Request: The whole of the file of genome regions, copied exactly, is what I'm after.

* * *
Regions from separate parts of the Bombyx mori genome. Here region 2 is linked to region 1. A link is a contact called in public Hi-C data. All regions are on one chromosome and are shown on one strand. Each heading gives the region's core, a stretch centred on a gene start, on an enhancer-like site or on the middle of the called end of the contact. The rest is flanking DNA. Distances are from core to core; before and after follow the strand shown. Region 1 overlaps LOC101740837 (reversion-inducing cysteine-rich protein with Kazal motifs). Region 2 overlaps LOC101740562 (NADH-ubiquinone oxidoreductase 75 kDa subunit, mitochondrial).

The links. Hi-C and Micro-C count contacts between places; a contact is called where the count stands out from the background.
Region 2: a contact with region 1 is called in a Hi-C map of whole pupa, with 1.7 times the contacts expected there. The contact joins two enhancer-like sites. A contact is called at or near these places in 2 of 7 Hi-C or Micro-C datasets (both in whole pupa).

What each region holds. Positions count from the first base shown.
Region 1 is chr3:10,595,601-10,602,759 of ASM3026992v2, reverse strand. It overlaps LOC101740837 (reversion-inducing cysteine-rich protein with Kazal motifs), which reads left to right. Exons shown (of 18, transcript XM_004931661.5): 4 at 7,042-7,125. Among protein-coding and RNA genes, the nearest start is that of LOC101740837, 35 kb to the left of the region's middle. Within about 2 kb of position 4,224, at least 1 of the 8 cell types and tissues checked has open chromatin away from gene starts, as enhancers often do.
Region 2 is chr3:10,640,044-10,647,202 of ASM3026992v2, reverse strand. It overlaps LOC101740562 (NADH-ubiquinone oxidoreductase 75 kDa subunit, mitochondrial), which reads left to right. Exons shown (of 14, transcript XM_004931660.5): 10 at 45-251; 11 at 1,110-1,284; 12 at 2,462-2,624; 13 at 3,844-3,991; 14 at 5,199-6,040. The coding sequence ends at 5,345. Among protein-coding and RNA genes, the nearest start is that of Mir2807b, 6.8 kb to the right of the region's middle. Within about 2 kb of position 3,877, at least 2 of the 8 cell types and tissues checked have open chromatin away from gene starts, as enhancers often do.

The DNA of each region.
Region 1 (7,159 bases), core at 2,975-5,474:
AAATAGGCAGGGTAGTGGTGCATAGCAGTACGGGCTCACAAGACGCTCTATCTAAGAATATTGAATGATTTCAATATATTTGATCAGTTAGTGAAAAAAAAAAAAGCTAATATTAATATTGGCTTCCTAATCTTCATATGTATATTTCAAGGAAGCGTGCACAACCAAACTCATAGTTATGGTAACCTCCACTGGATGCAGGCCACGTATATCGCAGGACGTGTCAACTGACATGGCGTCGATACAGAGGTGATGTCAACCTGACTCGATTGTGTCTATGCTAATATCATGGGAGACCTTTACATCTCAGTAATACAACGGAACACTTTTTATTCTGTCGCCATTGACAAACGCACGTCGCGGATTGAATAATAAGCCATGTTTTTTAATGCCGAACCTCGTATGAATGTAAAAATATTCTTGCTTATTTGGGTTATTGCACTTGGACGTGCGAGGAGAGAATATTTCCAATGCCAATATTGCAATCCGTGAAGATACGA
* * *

Regions from separate parts of the Bombyx mori genome. Here region 2 is linked to region 1. A link is a contact called in public Hi-C data. All regions are on one chromosome and are shown on one strand. Each heading gives the region's core, a stretch centred on a gene start, on an enhancer-like site or on the middle of the called end of the contact. The rest is flanking DNA. Distances are from core to core; before and after follow the strand shown. Region 1 overlaps LOC101740837 (reversion-inducing cysteine-rich protein with Kazal motifs). Region 2 overlaps LOC101740562 (NADH-ubiquinone oxidoreductase 75 kDa subunit, mitochondrial).

The links. Hi-C and Micro-C count contacts between places; a contact is called where the count stands out from the background.
Region 2: a contact with region 1 is called in a Hi-C map of whole pupa, with 1.7 times the contacts expected there. The contact joins two enhancer-like sites. A contact is called at or near these places in 2 of 7 Hi-C or Micro-C datasets (both in whole pupa).

What each region holds. Positions count from the first base shown.
Region 1 is chr3:10,595,601-10,602,759 of ASM3026992v2, reverse strand. It overlaps LOC101740837 (reversion-inducing cysteine-rich protein with Kazal motifs), which reads left to right. Exons shown (of 18, transcript XM_004931661.5): 4 at 7,042-7,125. Among protein-coding and RNA genes, the nearest start is that of LOC101740837, 35 kb to the left of the region's middle. Within about 2 kb of position 4,224, at least 1 of the 8 cell types and tissues checked has open chromatin away from gene starts, as enhancers often do.
Region 2 is chr3:10,640,044-10,647,202 of ASM3026992v2, reverse strand. It overlaps LOC101740562 (NADH-ubiquinone oxidoreductase 75 kDa subunit, mitochondrial), which reads left to right. Exons shown (of 14, transcript XM_004931660.5): 10 at 45-251; 11 at 1,110-1,284; 12 at 2,462-2,624; 13 at 3,844-3,991; 14 at 5,199-6,040. The coding sequence ends at 5,345. Among protein-coding and RNA genes, the nearest start is that of Mir2807b, 6.8 kb to the right of the region's middle. Within about 2 kb of position 3,877, at least 2 of the 8 cell types and tissues checked have open chromatin away from gene starts, as enhancers often do.

The DNA of each region.
Region 1 (7,159 bases), core at 2,975-5,474:
AAATAGGCAGGGTAGTGGTGCATAGCAGTACGGGCTCACAAGACGCTCTATCTAAGAATATTGAATGATTTCAATATATTTGATCAGTTAGTGAAAAAAAAAAAAGCTAATATTAATATTGGCTTCCTAATCTTCATATGTATATTTCAAGGAAGCGTGCACAACCAAACTCATAGTTATGGTAACCTCCACTGGATGCAGGCCACGTATATCGCAGGACGTGTCAACTGACATGGCGTCGATACAGAGGTGATGTCAACCTGACTCGATTGTGTCTATGCTAATATCATGGGAGACCTTTACATCTCAGTAATACAACGGAACACTTTTTATTCTGTCGCCATTGACAAACGCACGTCGCGGATTGAATAATAAGCCATGTTTTTTAATGCCGAACCTCGTATGAATGTAAAAATATTCTTGCTTATTTGGGTTATTGCACTTGGACGTGCGAGGAGAGAATATTTCCAATGCCAATATTGCAATCCGTGAAGATACGA